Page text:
Note: This is the first post in a series in response to the recent explosion of articles and posts on the value and lifespan of pianos.
A few weeks ago, a New York Times article on the increased frequency of pianos being consigned to the dump created quite the brouhaha on the internet.
My Google Alert for “piano” exploded as a multitude of other news sources provided their own commentary on the issue, along with the reactions of the general public as they started discussion boards and wrote letters to the editor with their own opinions on how pianos that have reached the end of their life spans should be treated. Weeks later, follow-up articles, blog posts, and published letters to the editor on the issue still pop up on my Google Alert with regularity.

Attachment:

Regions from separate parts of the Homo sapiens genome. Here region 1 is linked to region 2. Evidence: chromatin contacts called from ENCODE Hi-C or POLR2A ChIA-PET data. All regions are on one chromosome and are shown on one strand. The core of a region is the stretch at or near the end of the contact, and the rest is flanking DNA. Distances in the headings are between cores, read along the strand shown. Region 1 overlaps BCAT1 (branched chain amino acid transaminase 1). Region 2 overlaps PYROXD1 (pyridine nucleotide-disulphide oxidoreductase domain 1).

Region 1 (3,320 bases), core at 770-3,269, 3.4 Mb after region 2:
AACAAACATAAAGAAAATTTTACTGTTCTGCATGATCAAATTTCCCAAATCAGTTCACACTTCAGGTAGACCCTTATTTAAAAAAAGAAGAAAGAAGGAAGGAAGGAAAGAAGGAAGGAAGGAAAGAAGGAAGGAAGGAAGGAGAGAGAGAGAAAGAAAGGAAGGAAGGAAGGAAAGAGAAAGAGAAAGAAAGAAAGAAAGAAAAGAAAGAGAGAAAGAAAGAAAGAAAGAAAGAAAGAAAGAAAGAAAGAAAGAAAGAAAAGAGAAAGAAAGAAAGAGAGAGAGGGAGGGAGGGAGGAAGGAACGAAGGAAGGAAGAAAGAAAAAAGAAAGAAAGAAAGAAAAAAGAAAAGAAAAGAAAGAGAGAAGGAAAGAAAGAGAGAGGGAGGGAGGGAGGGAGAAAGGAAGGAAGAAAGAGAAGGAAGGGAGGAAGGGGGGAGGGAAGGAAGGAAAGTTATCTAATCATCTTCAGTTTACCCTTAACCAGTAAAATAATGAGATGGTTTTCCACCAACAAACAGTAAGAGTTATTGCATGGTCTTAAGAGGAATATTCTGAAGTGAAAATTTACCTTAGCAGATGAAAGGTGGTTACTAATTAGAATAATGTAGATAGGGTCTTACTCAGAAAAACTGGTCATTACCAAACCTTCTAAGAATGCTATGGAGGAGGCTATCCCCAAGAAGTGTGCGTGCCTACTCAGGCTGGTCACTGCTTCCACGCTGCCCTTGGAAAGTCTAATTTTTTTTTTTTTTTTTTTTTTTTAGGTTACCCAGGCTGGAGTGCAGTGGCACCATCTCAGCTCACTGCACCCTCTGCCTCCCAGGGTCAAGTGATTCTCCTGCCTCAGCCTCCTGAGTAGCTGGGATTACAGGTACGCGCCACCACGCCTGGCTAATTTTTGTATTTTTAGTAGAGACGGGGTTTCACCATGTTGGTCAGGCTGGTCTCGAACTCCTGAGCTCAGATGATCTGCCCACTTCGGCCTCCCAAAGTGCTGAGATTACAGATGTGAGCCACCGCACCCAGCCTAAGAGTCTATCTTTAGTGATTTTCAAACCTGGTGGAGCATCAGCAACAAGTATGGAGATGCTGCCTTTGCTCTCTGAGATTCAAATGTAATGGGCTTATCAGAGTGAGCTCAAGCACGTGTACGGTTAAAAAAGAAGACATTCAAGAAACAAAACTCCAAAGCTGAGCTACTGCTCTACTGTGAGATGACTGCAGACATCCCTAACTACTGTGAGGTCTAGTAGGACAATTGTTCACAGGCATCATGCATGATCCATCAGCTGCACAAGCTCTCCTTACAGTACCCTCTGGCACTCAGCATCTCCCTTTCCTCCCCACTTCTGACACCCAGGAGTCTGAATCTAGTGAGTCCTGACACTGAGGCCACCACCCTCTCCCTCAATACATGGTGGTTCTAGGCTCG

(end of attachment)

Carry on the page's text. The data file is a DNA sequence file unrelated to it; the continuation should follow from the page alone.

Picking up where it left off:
The prevailing responses have been of horror, blaming adults for quitting the piano lessons of their youth, decrying the barbarism of shoving pianos backwards into a dump, lamenting our fast-paced society that throws anything away at the drop of a hat, and filled with plaintive wails of,
“WHY CAN’T THEY BE DONATED TO [insert worthy non-profit organization here]?!?!?!”
I have witnessed said horrified reactions numerous times, most recently when a person banged on the door of the piano shop where I work and wanted to know if he could have the piano sitting outside by the back dumpster.